"The board has tried and failed to convince most shareholders of their plans for the club," said the Union of Fans - a coalition of supporters groups - in a statement. "They apparently remain willing to allow Mike Ashley to significantly raise his stake in the club despite not having established whether this will fall foul of either the SFA or Uefa.
"Ask a Newcastle fan about the effects of Mike Ashley controlling their football club. Will this board deliver Rangers into the hands of those who care about it or to Mike Ashley, who will run it for his own benefit? We do not want Mike Ashley calling the shots at Rangers and we would hope the SFA would take a dim view of any attempt by the board to deliver the club to him, given the clear dual ownership issue.
"Graham Wallace and the other board members have known for at least nine months that significant levels of investment were required not only to see out the current season but also to invest properly in the club.
"They have also been well aware that this level of investment would not be raised from current shareholders and that only those with a genuine love for the club were willing to put such sums in.
"They now hang the threat of a second administration over the heads of fans and shareholders when they remain fully aware that funding can be brought in from outside.
"For the avoidance of doubt, there can be absolutely no threat of administration. A £30m funding package has been available for at least the past seven months and remains available.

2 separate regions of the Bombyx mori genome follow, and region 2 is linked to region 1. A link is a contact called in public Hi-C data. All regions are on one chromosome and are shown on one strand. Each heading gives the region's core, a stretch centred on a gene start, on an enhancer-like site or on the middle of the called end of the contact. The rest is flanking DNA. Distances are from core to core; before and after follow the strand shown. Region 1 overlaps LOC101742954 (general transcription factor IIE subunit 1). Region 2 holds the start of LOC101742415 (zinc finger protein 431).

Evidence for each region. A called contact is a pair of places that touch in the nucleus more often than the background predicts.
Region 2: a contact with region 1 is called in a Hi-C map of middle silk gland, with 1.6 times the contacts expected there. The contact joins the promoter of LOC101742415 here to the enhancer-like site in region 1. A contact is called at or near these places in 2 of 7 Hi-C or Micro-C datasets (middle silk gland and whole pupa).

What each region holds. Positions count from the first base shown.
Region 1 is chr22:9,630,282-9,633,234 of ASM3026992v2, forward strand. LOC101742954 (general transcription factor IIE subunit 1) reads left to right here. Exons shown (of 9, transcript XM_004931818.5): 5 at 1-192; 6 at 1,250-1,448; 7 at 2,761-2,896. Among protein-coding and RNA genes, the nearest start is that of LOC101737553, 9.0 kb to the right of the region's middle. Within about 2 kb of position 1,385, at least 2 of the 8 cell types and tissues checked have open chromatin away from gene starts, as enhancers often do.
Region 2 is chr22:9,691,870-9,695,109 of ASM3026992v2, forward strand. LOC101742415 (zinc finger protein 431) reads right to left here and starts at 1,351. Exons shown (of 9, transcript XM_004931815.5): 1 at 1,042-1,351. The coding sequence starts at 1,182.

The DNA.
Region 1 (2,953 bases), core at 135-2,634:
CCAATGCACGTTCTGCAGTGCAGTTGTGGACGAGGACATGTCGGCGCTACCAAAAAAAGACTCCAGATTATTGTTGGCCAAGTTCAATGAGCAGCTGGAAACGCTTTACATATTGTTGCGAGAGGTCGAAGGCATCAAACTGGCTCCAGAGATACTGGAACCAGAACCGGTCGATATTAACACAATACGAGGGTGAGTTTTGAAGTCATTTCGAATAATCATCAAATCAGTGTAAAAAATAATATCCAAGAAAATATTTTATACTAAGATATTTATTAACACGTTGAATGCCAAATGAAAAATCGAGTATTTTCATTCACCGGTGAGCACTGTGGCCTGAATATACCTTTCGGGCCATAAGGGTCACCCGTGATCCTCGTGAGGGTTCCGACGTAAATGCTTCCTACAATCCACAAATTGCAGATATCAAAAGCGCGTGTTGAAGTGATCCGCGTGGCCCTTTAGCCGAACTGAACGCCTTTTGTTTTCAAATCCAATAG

"Graham Wallace has not even clarified if he is receiving the 100% bonus that the board has discretion to give him."
Trust has broken down between the fans and the board, and the shareholders who have an influence on the directors. That has led to a 15,000 drop in season ticket renewals, a shortfall that the open offer of shares is being used to address.
Yet the fundamental financial instability of Rangers is long-standing. It has not been caused by fans not being season tickets, merely exacerbated by that.
The current shareholder base does not appear to have the intention or the means to fund the full rebuilding of Rangers. This is the impasse that Wallace has been trying to overcome. His relationship with Sandy Easdale, the shareholder who held the proxy for up to 26% of shareholders at last year's AGM, is strained at best. Although both met Ashley earlier this week.
Easdale and George Letham, a Rangers fan and shareholder, loaned the club £500,000 and £1m respectively last February. Both were due to be paid back when those funds were in the Rangers bank account. Neither has been, and while a source at Ibrox insisted that both are "comfortable" with the assurance that they will be paid back next month, the 1 September deadline for repayment looks almost certain to be missed.
This is the reality at Rangers. Money is running out. New funds are required, and different factions want it to come from different sources. Mike Ashley? Dave King? In the meantime, alarm grows amongst the fans.